Becoming a Radiology Tech Careers Guide

What is a Radiology Technician and What Do They Do?

The healthcare industry is growing by leaps and bounds. Nearly every employment sector in that field is expanding and offering terrific salaries to qualified professionals. While many think of healthcare as being primarily filed with doctors and nurses, many other skilled workers are needed to deliver the best care to patients. Radiology is one of the fields that may be overlooked when considering a new career. These medical imaging professionals are a vital part of the health delivery process in that their technical skill and interpersonal acumen is necessary to diagnose a wide range of illnesses, injuries, and disorders.

Radiology technologists can begin their careers with a two-year associate degree, a professional certification, and state licensure. From that point, they can earn higher certifications and become licensed for more advanced procedures. Others may head back to a college or university for higher academic credentials. Please keep reading to learn more about this exciting and growing part of the healthcare industry.

Steps to Become a Radiology Tech

A radiology technician is a medical professional who operates imaging equipment for the purposes of diagnosing and treating injuries and illnesses. This is a field that blends technical skill with an ability to work with patients who may be experiencing extreme duress. Thus, this is a career that may be perfect for an outgoing, compassionate, but technically minded individual.

With that in mind, the job of a radiology technologist is open to anyone who is willing and able to complete the training. Over the course of the training, students may be able to specialize in a specific imaging technology such as magnetic resonance imaging, x-rays, sonography, or mammography. The minimum training required to enter the profession is an associate degree, but some earn a bachelor's degree or even a master's degree in the field.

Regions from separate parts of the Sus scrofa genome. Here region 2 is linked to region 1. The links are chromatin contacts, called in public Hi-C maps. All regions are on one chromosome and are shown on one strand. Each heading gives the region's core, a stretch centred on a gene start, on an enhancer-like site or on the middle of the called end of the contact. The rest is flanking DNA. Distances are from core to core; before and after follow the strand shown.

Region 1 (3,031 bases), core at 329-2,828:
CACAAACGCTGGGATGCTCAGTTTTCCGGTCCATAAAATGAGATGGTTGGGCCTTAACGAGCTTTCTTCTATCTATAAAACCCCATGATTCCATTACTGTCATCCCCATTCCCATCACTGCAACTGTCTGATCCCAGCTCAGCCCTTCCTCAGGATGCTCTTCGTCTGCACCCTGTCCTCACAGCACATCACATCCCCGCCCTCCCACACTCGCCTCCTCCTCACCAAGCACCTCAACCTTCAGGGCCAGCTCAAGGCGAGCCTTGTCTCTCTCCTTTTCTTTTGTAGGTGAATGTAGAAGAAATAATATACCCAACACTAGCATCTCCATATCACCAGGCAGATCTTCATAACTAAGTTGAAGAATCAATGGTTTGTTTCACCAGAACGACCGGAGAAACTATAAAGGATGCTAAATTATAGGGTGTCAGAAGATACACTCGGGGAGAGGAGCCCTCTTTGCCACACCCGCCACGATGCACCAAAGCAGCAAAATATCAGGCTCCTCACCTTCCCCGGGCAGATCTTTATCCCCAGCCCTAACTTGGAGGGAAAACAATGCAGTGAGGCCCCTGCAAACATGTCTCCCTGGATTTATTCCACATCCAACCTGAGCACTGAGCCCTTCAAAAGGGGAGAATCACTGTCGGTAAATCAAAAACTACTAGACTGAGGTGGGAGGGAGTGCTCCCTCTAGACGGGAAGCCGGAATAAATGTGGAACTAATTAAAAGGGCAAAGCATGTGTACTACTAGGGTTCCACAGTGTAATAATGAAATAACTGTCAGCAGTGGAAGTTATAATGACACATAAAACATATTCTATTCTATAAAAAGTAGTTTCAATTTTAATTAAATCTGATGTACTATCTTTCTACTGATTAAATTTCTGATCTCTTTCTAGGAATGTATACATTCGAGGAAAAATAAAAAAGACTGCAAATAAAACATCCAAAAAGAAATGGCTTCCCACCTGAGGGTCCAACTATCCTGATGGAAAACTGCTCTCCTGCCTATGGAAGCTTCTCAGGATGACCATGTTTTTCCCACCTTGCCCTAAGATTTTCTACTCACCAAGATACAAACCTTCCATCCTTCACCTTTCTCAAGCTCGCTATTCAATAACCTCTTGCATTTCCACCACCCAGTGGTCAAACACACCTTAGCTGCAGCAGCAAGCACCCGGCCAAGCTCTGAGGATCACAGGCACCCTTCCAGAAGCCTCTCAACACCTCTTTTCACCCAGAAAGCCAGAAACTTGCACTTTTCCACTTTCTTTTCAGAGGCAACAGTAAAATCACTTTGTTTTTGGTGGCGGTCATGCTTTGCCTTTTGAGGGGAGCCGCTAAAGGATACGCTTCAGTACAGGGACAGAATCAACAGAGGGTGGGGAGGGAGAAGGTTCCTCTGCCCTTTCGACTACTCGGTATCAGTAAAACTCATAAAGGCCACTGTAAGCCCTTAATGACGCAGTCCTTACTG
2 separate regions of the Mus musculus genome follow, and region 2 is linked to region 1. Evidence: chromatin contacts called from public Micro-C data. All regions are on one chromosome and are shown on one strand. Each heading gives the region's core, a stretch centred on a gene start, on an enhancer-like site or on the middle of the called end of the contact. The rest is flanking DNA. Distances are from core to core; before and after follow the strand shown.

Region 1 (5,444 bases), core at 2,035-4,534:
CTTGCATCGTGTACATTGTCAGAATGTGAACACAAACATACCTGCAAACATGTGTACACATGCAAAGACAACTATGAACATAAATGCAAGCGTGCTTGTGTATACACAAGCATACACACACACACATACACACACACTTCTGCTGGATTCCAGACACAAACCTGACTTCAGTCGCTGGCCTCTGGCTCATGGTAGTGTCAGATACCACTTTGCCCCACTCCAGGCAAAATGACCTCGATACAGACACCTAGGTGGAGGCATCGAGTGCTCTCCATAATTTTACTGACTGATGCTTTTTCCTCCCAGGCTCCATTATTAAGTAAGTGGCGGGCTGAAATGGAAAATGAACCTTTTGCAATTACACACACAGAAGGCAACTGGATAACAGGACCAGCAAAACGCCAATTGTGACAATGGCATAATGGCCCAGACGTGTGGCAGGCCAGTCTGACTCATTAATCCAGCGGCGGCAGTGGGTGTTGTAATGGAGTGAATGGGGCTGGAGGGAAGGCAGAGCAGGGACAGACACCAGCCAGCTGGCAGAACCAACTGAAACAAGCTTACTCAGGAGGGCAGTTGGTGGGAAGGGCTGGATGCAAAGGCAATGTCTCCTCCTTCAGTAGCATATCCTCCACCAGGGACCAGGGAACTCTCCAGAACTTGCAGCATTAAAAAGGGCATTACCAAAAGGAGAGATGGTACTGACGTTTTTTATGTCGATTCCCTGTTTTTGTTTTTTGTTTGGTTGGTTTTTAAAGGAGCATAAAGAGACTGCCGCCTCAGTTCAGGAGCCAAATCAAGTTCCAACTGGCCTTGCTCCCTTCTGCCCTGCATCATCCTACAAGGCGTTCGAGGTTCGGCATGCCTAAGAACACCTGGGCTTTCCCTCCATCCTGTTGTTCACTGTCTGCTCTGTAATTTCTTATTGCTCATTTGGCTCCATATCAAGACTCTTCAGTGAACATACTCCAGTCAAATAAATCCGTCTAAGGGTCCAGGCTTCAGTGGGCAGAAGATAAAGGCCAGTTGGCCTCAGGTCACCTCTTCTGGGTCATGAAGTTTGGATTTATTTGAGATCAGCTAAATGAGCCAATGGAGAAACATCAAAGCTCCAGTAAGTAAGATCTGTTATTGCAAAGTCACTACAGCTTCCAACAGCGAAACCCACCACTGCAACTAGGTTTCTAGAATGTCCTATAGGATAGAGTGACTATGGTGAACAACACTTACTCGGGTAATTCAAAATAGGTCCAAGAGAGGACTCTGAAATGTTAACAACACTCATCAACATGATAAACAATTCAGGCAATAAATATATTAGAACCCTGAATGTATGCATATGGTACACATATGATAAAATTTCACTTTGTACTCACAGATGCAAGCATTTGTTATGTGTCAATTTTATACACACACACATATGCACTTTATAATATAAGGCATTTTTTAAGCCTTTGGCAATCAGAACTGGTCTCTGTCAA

In fact, it's possible to begin a career with an associate degree and the later return to school to become a full-fledged radiologist, who earn as much or more than some medical doctors. Another option is to earn new certifications along the course of a career. Radiology techs who can pass the appropriate exams can earn licenses to work in pulmonary imaging, dental imaging, breast sonography, MRI, or vascular sonography, among many other options.

This page is designed to help aspiring radiology techs learn more about the career. Topics include radiology licensure, career opportunities, and salary data, among others. For those who are interested in a healthcare career, this is a terrific place to start exploring the possibilities.

  • Step 1: Education Requirements

  • Step 2: Internship or Apprentice

  • Step 3: Licensing & Certifications

  • Step 4: Continuing Education and License Maintenance

steps to take radiology technician careers

Step 1: Education Requirements

Radiology technicians must be licensed by their state. Thus, every radiologist must complete a course of study that has been approved by their state's regulatory body. In general, radiology technologists can complete a two-year associate degree which should satisfy their licensing board. However, students should confirm that their program is acknowledged by the state before enrolling. Some states may also accept a certificate from a qualified training program. Again, these programs should be vetted to ensure that they provide satisfactory instruction based on the requirements of your particular state.

These certificate and degree programs can be found in traditional campus programs, online, and in hybrid radiology programs. Students who opt for an online radiologic technology degree program should be certain that they can schedule time for their schoolwork and that they have the discipline to stick to that schedule. They should also keep an eye on their eventual certifying examination with the AART, which may also satisfy state licensing requirements.

Note that the American Registry of Radiologic Technologists (ARRT) starts credentials with a primary track. This track requires an associate degree from a program accepted by the AART. For more information, the AART lists those programs on its website.